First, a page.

But the proposed legislation to ban English words from the French language, introduced by Jacques Toubon, French Minister of Culture, is considered ludicrous even by Parisians. During a week in Paris, I had the opportunity to speak with many Frenchmen on the subject. Most Parisians feel the use of language is about as easy to legislate as morality, and although Mr. Toubon's intentions to preserve the French language are good, the law could never have any teeth. Many English words and phrases are already firmly entrenched in everyday usage, such as "weekend" and "marketing."
While in Paris I read three newspapers daily, and though I found no news of Mr. Toubon's proposed law, I came across several English words in some of France's most prestigious and conservative papers, most notably Le Monde. "Weekend" was used several times. The French alternative would be le fin de la semaine, which most Parisians find lugubrious if not ridiculous.
Nonetheless, Mr. Toubon has published a dictionary of English words now used in France with their French equivalents. "Dictionnaire des Termes Officiels" is a hefty volume intended to eradicate English from the French language once and for all. Where no French equivalents exist, they will be invented.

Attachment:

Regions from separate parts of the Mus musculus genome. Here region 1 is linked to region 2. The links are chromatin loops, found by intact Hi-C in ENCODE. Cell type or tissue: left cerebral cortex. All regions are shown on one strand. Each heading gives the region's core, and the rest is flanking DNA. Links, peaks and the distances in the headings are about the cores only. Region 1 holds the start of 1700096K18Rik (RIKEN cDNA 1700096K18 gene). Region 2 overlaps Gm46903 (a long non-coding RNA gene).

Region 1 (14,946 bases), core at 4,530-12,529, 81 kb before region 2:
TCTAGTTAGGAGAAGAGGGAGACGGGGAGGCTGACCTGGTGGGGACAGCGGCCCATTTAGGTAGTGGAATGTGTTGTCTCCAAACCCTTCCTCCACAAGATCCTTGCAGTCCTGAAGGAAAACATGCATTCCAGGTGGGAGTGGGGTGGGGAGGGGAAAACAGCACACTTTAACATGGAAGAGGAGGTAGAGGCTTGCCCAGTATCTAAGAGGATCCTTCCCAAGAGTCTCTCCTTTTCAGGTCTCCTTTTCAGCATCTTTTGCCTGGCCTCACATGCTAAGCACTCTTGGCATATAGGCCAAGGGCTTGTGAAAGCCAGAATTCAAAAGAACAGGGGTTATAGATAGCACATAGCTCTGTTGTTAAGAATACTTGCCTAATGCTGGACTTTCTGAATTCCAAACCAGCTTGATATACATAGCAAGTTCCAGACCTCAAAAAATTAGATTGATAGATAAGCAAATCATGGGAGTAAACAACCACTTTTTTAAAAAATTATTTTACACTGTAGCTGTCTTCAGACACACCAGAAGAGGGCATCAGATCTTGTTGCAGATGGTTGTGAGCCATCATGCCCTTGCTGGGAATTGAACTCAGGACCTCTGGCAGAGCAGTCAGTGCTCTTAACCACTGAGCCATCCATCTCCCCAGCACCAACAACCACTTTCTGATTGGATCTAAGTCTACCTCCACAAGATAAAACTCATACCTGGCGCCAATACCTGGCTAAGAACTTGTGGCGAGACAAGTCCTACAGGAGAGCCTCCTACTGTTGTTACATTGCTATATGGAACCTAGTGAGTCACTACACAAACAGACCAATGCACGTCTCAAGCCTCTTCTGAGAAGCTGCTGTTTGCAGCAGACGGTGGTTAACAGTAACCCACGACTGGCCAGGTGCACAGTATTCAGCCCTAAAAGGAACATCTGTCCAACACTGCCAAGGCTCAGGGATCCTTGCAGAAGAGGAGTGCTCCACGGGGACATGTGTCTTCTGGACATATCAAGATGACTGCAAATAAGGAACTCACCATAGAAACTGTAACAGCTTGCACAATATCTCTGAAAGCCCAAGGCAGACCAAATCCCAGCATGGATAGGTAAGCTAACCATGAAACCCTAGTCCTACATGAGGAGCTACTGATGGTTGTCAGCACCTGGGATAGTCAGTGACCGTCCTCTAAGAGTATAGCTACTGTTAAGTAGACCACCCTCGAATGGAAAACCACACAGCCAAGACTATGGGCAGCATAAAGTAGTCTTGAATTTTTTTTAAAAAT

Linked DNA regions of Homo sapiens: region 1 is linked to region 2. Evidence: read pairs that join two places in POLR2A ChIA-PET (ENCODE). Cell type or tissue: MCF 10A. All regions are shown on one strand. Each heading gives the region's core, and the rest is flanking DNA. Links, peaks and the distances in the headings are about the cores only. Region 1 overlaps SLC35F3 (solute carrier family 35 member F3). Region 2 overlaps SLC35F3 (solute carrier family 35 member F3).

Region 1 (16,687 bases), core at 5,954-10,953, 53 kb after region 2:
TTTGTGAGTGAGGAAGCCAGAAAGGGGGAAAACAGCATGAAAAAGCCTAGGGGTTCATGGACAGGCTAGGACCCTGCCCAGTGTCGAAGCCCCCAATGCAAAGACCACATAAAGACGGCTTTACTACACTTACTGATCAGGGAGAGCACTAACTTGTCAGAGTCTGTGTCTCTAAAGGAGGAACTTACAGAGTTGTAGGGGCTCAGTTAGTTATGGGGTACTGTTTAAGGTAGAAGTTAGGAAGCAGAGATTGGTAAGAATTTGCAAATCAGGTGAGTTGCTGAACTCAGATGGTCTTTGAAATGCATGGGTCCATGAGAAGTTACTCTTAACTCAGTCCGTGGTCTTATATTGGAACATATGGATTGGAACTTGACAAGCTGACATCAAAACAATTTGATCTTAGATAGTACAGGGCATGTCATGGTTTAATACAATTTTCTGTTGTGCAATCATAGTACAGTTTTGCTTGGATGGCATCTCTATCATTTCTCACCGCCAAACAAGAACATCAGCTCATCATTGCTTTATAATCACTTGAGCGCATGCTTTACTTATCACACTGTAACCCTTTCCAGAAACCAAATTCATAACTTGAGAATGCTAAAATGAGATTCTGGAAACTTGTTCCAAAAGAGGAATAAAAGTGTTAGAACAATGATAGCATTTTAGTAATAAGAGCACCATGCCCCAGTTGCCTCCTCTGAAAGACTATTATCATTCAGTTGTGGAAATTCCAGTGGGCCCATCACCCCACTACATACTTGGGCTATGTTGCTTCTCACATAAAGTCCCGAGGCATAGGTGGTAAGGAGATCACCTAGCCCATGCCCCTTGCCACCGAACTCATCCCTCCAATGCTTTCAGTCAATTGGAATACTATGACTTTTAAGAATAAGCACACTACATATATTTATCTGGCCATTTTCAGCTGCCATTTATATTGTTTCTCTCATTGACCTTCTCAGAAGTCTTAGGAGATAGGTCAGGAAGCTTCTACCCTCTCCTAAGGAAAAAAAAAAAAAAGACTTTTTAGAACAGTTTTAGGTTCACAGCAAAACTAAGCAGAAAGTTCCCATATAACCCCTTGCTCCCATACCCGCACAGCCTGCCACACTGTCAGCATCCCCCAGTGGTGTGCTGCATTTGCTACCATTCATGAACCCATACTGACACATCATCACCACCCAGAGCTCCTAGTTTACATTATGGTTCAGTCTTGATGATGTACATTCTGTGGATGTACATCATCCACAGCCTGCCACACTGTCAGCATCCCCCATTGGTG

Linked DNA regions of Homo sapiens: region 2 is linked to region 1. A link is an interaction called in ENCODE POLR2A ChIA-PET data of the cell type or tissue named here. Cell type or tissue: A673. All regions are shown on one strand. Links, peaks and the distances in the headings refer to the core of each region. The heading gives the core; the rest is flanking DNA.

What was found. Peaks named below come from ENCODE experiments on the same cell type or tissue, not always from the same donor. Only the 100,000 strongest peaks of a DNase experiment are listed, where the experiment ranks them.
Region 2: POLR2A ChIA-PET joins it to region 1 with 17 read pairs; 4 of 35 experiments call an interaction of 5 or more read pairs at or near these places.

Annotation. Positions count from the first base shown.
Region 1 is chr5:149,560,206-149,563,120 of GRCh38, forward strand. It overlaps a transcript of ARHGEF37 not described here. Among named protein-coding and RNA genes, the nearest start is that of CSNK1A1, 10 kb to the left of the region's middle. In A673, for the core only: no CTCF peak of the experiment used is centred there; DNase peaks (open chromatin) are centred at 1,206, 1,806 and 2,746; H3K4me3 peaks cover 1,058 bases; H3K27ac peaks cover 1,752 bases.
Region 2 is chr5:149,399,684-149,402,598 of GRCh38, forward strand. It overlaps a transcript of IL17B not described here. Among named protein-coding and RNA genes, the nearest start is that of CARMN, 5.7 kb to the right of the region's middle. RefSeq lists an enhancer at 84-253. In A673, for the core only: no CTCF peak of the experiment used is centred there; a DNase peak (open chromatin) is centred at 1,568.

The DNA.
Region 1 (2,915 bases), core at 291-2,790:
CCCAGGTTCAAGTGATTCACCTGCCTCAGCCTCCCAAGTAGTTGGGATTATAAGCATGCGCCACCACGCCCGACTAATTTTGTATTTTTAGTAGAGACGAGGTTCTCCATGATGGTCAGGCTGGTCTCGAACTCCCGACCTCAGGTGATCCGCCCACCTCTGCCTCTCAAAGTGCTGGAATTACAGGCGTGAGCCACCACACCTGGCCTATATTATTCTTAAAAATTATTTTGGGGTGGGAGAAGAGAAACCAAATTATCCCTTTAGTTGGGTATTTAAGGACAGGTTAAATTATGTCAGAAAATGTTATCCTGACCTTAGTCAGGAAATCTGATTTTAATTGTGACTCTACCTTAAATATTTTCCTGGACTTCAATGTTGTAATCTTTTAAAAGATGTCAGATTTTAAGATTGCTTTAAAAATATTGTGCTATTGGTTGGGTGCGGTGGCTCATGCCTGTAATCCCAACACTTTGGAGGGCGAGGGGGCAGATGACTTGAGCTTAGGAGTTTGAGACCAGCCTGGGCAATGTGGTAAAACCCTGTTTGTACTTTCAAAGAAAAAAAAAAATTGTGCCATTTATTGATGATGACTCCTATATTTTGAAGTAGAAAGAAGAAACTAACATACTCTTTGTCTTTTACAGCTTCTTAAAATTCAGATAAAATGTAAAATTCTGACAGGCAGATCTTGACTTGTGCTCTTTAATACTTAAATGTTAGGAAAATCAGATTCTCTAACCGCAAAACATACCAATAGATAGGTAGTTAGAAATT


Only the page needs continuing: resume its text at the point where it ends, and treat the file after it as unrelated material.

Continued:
Many Parisians I talked to consider Mr. Toubon's efforts another political joke worthy of relentless satire.
But according to a late-night TV special on Tourbon's law, 50% of all Frenchmen feel that English is a threat to the French language. Most blame the media for the English invasion. Young people are particularly susceptible because of the fascination with "the American dream." Walk down any street in Paris and you will see plenty of advertising of American films, and American songs are constantly played on the radio and in night clubs. In fact, 51% of France's youth feel the incorporation of English in their language is a natural evolution.
Preserving the French language is laudable, but how would such a law be enforced? Punishing someone for using English is a threat to personal liberty, and most Frenchmen find the idea repugnant.
Beyond that, translating many English words is simply impossible. I can't wait to see Mr. Toubon's equivalent for hot dog.
Mr. Weil, a free-lance writer, lives in New York.